Brexit Blues

It’s finally done, and we’re out – but I fear for our country

So that’s it! Britain has left the EU.

After the interminable debates in the media and the chambers of the Houses of Parliament; after the almost permanent protests on the pavement outside; after the endless posts on social media, the deed has been done and we’re out of the EU at last.

Well not quite. There’s still the little matter of a trade deal to be negotiated. Boris Johnson has promised that it will be complete before the end of the year. But Boris is notoriously imprecise when it comes to such matters. It might be the end of the year. It might be the end of the decade for all we know.

But, symbolically at least, we have passed a milestone and we are no longer in the EU.

Our MEPs are coming home. It’s the end of the gravy train for them. No more bottomless expense accounts. No more free lunches. No more European jollies in the City on the Marsh.

I can’t say that I’m all that excited. Although I voted to leave – for good, old fashioned socialist reasons (the EU is a rich man’s club) – I have no reason to celebrate the form that Brexit is now likely to take.

Already there are speculators placing bets on the collapse of British Industry. The privately-educated Toffs who run the country have their money tucked away in off-shore accounts. It’s fairly clear that their view of Brexit is that Britain should now become the money-laundering capital of the world, with the added benefit of a captive population of desperate labour ripe for exploitation.

I fear for my country, I really do.

Foodbanks are on the rise. Homelessness is on the rise. Inequality is on the rise. There are beggars in every town.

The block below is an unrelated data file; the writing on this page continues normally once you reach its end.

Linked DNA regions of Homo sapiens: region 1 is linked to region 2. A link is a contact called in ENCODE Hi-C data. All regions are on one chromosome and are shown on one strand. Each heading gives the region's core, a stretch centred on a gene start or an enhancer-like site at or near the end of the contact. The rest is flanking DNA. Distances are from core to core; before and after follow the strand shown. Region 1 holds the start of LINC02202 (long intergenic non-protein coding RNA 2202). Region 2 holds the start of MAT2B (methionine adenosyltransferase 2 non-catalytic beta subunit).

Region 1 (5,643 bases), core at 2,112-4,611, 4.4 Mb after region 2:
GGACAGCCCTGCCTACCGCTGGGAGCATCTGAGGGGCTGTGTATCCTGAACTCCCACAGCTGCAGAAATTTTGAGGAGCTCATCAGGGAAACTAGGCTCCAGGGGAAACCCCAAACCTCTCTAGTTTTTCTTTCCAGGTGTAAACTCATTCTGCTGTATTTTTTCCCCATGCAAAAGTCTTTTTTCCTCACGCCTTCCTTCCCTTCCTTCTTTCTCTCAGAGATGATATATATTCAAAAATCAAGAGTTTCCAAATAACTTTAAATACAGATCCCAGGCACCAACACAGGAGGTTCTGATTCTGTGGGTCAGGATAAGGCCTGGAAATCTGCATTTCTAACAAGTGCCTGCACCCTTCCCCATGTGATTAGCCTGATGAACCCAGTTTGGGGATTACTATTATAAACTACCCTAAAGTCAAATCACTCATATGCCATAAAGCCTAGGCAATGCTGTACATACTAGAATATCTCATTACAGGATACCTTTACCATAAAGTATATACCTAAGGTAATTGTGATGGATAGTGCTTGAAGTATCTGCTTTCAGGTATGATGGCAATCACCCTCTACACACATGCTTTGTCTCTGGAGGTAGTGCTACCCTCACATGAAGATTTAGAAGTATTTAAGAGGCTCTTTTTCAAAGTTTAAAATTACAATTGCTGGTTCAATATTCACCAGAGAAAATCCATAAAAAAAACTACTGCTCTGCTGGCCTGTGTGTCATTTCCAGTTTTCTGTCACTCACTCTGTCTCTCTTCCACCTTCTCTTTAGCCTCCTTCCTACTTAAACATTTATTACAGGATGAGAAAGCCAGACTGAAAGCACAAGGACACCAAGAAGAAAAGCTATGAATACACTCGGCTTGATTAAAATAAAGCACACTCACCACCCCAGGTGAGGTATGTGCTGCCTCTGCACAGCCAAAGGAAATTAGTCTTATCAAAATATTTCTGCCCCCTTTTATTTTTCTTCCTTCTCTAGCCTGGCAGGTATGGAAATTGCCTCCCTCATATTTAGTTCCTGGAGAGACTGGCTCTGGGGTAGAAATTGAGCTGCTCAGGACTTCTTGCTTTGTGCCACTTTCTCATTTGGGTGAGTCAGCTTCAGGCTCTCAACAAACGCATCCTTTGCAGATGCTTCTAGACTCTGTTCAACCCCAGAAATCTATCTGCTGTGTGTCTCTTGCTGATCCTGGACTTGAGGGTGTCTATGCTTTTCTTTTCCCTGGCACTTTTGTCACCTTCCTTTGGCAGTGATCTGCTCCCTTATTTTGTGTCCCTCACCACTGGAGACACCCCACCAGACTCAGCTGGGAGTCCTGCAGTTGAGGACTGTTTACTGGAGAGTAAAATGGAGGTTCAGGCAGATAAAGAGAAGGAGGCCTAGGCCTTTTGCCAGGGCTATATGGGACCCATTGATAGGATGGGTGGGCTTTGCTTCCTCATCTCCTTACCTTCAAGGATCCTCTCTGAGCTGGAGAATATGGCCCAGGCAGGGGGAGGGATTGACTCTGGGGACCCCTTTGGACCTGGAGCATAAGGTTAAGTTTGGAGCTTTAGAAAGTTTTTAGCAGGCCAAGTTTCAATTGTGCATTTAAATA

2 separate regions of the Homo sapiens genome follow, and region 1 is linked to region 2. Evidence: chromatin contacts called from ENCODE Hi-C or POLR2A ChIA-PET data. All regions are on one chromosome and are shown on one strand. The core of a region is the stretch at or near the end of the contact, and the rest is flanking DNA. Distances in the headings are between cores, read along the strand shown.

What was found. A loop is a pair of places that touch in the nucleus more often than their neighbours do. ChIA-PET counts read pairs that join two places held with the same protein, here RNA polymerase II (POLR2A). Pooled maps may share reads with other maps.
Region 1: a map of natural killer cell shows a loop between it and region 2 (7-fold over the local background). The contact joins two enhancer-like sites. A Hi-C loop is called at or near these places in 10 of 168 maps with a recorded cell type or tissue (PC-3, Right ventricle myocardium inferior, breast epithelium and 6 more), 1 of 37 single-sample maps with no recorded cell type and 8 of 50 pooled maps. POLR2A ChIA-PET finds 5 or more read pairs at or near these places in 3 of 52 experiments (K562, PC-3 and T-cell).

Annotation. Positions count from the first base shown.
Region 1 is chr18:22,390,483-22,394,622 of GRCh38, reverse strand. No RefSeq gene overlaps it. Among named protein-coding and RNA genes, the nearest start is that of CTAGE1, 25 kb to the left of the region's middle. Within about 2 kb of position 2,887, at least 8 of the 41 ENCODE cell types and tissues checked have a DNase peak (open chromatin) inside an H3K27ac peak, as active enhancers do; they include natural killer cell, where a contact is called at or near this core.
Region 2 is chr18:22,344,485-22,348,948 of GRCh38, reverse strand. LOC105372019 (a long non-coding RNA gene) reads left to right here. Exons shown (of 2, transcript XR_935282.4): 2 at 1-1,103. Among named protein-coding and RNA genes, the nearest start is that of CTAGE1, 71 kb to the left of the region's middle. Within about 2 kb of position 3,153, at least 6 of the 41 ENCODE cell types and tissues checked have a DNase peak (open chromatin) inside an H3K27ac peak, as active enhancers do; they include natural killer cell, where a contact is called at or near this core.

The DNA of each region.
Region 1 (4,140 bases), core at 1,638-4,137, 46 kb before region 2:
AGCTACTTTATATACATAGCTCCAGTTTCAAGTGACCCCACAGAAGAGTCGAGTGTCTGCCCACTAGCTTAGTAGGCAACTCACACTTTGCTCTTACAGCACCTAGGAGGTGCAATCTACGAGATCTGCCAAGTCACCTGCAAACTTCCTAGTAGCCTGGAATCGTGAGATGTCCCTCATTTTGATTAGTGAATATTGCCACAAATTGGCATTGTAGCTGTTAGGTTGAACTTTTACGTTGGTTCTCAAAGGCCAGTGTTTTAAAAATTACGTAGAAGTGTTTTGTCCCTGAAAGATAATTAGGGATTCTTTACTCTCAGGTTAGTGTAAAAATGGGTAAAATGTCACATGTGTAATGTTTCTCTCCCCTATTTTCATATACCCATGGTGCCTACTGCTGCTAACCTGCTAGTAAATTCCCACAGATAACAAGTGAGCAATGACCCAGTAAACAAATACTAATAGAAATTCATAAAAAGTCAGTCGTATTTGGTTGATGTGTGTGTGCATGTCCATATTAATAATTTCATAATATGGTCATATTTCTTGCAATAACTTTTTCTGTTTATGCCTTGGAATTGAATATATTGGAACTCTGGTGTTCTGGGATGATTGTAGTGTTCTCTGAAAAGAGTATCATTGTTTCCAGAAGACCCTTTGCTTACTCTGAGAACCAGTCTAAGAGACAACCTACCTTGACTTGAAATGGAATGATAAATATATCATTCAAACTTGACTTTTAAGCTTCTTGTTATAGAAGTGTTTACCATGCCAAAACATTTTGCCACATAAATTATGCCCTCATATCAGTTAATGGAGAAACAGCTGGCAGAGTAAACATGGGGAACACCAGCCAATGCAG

In the North the shops are boarded up and industry has long-since fled. There’s nothing left to do for the youth but to smoke skunk and inhale laughing gas.

Meanwhile London is in the midst of a property boom. Multi-billion pound complexes are springing up like lego-brick fortresses along the banks of the Thames, while the poor are being culled.

There’s an army of low-paid workers commuting in at dawn every day to do the menial tasks that keep the city alive.

The sky is full of cranes. Supercars squeal through the fashionable streets, with nowhere to race but from one traffic light to the next, with no other purpose than to show-off to the neighbours.

Saudi billionaires are digging beneath the foundations of suburban avenues in order to accommodate their home cinemas and indoor swimming pools.

Russian oligarchs are buying up football clubs and newspapers.

Our trade union rights are up for sale, our labour laws and consumer protections subject to future trade deals.

In place of the welfare state we will have lottery funding. In place of education we will have reality TV.

But at least we will have our country back.

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From The Whitstable Gazette 09/01/20

The editor welcomes letters on any topical subject, but reserves the right to edit them. Letters must include your name and address even when emailed and a daytime telephone number.

Send letters to: The Editor, Room B119 Canterbury College, New Dover Road, Canterbury CT1 3AJ

Phone: 01227 475985

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email: kentishgazette@thekmgroup.co.uk

So you don’t like Jeremy Corbyn

So you don’t like Jeremy Corbyn.

How do you know you don’t like him? Have you met him? Have you spoken to him? Did he come round to your house and kick your dog?

No. You saw him on the telly. He was bit scruffy and he didn’t know how to do his tie up properly. He didn’t bow his head enough at the cenotaph. He didn’t sing the national anthem. What else do you know about him? He’s an anti-Semite and a terrorist sympathiser is he? Google it. Where can you find an actual anti-Semitic or pro-terrorist statement? You can’t, because there are none.

You like his policies. You want railways and other utilities back in public hands. You don’t see why foreign-based state-owned rail companies should be taking profits from our subsidised rail system. You want to see our Health Service properly funded. You don’t want to see it sold off in a trade deal with the Americans. You don’t want to see our nurses using food banks. You think that corporations that use our infrastructure should be properly taxed. You are against tax havens and tax cuts for the rich. You are fed up with foreign wars.